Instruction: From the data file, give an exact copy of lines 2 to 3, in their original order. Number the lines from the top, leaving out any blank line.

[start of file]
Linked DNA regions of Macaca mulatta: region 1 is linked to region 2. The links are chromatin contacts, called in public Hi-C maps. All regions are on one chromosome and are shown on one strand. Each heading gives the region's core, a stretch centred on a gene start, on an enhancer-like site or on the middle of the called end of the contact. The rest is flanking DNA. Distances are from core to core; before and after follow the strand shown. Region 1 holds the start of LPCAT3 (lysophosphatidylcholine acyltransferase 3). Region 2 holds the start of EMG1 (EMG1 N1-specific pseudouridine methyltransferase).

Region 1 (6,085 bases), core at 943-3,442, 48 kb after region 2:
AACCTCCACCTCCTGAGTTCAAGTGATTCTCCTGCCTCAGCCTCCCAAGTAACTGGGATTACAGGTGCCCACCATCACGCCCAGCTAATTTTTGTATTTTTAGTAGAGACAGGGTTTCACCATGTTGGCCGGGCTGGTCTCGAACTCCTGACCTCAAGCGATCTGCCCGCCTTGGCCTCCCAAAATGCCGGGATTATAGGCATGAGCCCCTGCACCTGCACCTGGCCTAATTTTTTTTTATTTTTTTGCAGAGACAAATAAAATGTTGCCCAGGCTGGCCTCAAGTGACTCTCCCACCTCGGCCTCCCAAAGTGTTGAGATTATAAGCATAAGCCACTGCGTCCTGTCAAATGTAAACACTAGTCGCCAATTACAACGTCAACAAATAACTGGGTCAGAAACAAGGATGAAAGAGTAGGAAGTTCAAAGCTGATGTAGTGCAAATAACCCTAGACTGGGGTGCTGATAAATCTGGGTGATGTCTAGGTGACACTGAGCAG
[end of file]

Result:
Region 1 (6,085 bases), core at 943-3,442, 48 kb after region 2:
AACCTCCACCTCCTGAGTTCAAGTGATTCTCCTGCCTCAGCCTCCCAAGTAACTGGGATTACAGGTGCCCACCATCACGCCCAGCTAATTTTTGTATTTTTAGTAGAGACAGGGTTTCACCATGTTGGCCGGGCTGGTCTCGAACTCCTGACCTCAAGCGATCTGCCCGCCTTGGCCTCCCAAAATGCCGGGATTATAGGCATGAGCCCCTGCACCTGCACCTGGCCTAATTTTTTTTTATTTTTTTGCAGAGACAAATAAAATGTTGCCCAGGCTGGCCTCAAGTGACTCTCCCACCTCGGCCTCCCAAAGTGTTGAGATTATAAGCATAAGCCACTGCGTCCTGTCAAATGTAAACACTAGTCGCCAATTACAACGTCAACAAATAACTGGGTCAGAAACAAGGATGAAAGAGTAGGAAGTTCAAAGCTGATGTAGTGCAAATAACCCTAGACTGGGGTGCTGATAAATCTGGGTGATGTCTAGGTGACACTGAGCAG